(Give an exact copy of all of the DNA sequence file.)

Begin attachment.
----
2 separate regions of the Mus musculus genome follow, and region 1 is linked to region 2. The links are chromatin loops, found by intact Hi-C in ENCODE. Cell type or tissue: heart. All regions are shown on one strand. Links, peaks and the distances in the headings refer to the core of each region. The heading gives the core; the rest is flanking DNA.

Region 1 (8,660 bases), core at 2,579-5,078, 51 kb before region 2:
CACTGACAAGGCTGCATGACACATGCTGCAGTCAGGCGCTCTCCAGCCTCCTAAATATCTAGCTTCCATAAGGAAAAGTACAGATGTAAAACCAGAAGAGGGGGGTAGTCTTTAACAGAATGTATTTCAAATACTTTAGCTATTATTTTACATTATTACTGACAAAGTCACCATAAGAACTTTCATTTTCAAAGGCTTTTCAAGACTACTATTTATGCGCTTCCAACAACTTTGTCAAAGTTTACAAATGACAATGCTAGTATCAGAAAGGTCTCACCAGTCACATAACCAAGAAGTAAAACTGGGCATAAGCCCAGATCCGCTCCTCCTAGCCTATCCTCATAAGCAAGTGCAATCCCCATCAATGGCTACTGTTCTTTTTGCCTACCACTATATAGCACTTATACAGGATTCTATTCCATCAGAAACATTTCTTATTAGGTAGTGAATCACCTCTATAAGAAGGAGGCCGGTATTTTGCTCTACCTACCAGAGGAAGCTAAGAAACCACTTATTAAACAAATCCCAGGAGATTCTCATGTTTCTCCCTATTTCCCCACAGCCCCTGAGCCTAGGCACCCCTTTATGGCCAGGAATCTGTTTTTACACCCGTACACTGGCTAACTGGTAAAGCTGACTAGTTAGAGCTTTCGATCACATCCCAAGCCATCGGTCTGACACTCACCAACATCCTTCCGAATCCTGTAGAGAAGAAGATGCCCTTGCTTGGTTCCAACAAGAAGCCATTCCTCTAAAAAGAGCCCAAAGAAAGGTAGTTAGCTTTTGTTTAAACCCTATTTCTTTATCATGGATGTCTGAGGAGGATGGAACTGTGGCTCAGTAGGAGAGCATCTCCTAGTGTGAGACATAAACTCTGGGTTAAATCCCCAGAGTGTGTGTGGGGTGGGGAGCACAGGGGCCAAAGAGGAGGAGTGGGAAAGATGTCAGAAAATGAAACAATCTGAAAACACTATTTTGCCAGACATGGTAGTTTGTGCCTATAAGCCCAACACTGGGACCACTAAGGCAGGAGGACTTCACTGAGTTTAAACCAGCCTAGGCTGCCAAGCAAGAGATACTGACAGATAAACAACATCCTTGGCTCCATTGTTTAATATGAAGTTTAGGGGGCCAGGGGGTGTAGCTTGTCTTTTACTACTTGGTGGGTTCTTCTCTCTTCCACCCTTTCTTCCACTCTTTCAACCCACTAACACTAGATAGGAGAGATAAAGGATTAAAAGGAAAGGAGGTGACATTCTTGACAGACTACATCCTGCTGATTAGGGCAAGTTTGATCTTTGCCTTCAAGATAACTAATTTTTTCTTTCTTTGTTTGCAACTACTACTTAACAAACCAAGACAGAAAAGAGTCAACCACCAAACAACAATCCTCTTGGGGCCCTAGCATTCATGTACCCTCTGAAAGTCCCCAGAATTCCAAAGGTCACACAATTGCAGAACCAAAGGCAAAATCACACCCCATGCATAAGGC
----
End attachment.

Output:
2 separate regions of the Mus musculus genome follow, and region 1 is linked to region 2. The links are chromatin loops, found by intact Hi-C in ENCODE. Cell type or tissue: heart. All regions are shown on one strand. Links, peaks and the distances in the headings refer to the core of each region. The heading gives the core; the rest is flanking DNA.

Region 1 (8,660 bases), core at 2,579-5,078, 51 kb before region 2:
CACTGACAAGGCTGCATGACACATGCTGCAGTCAGGCGCTCTCCAGCCTCCTAAATATCTAGCTTCCATAAGGAAAAGTACAGATGTAAAACCAGAAGAGGGGGGTAGTCTTTAACAGAATGTATTTCAAATACTTTAGCTATTATTTTACATTATTACTGACAAAGTCACCATAAGAACTTTCATTTTCAAAGGCTTTTCAAGACTACTATTTATGCGCTTCCAACAACTTTGTCAAAGTTTACAAATGACAATGCTAGTATCAGAAAGGTCTCACCAGTCACATAACCAAGAAGTAAAACTGGGCATAAGCCCAGATCCGCTCCTCCTAGCCTATCCTCATAAGCAAGTGCAATCCCCATCAATGGCTACTGTTCTTTTTGCCTACCACTATATAGCACTTATACAGGATTCTATTCCATCAGAAACATTTCTTATTAGGTAGTGAATCACCTCTATAAGAAGGAGGCCGGTATTTTGCTCTACCTACCAGAGGAAGCTAAGAAACCACTTATTAAACAAATCCCAGGAGATTCTCATGTTTCTCCCTATTTCCCCACAGCCCCTGAGCCTAGGCACCCCTTTATGGCCAGGAATCTGTTTTTACACCCGTACACTGGCTAACTGGTAAAGCTGACTAGTTAGAGCTTTCGATCACATCCCAAGCCATCGGTCTGACACTCACCAACATCCTTCCGAATCCTGTAGAGAAGAAGATGCCCTTGCTTGGTTCCAACAAGAAGCCATTCCTCTAAAAAGAGCCCAAAGAAAGGTAGTTAGCTTTTGTTTAAACCCTATTTCTTTATCATGGATGTCTGAGGAGGATGGAACTGTGGCTCAGTAGGAGAGCATCTCCTAGTGTGAGACATAAACTCTGGGTTAAATCCCCAGAGTGTGTGTGGGGTGGGGAGCACAGGGGCCAAAGAGGAGGAGTGGGAAAGATGTCAGAAAATGAAACAATCTGAAAACACTATTTTGCCAGACATGGTAGTTTGTGCCTATAAGCCCAACACTGGGACCACTAAGGCAGGAGGACTTCACTGAGTTTAAACCAGCCTAGGCTGCCAAGCAAGAGATACTGACAGATAAACAACATCCTTGGCTCCATTGTTTAATATGAAGTTTAGGGGGCCAGGGGGTGTAGCTTGTCTTTTACTACTTGGTGGGTTCTTCTCTCTTCCACCCTTTCTTCCACTCTTTCAACCCACTAACACTAGATAGGAGAGATAAAGGATTAAAAGGAAAGGAGGTGACATTCTTGACAGACTACATCCTGCTGATTAGGGCAAGTTTGATCTTTGCCTTCAAGATAACTAATTTTTTCTTTCTTTGTTTGCAACTACTACTTAACAAACCAAGACAGAAAAGAGTCAACCACCAAACAACAATCCTCTTGGGGCCCTAGCATTCATGTACCCTCTGAAAGTCCCCAGAATTCCAAAGGTCACACAATTGCAGAACCAAAGGCAAAATCACACCCCATGCATAAGGC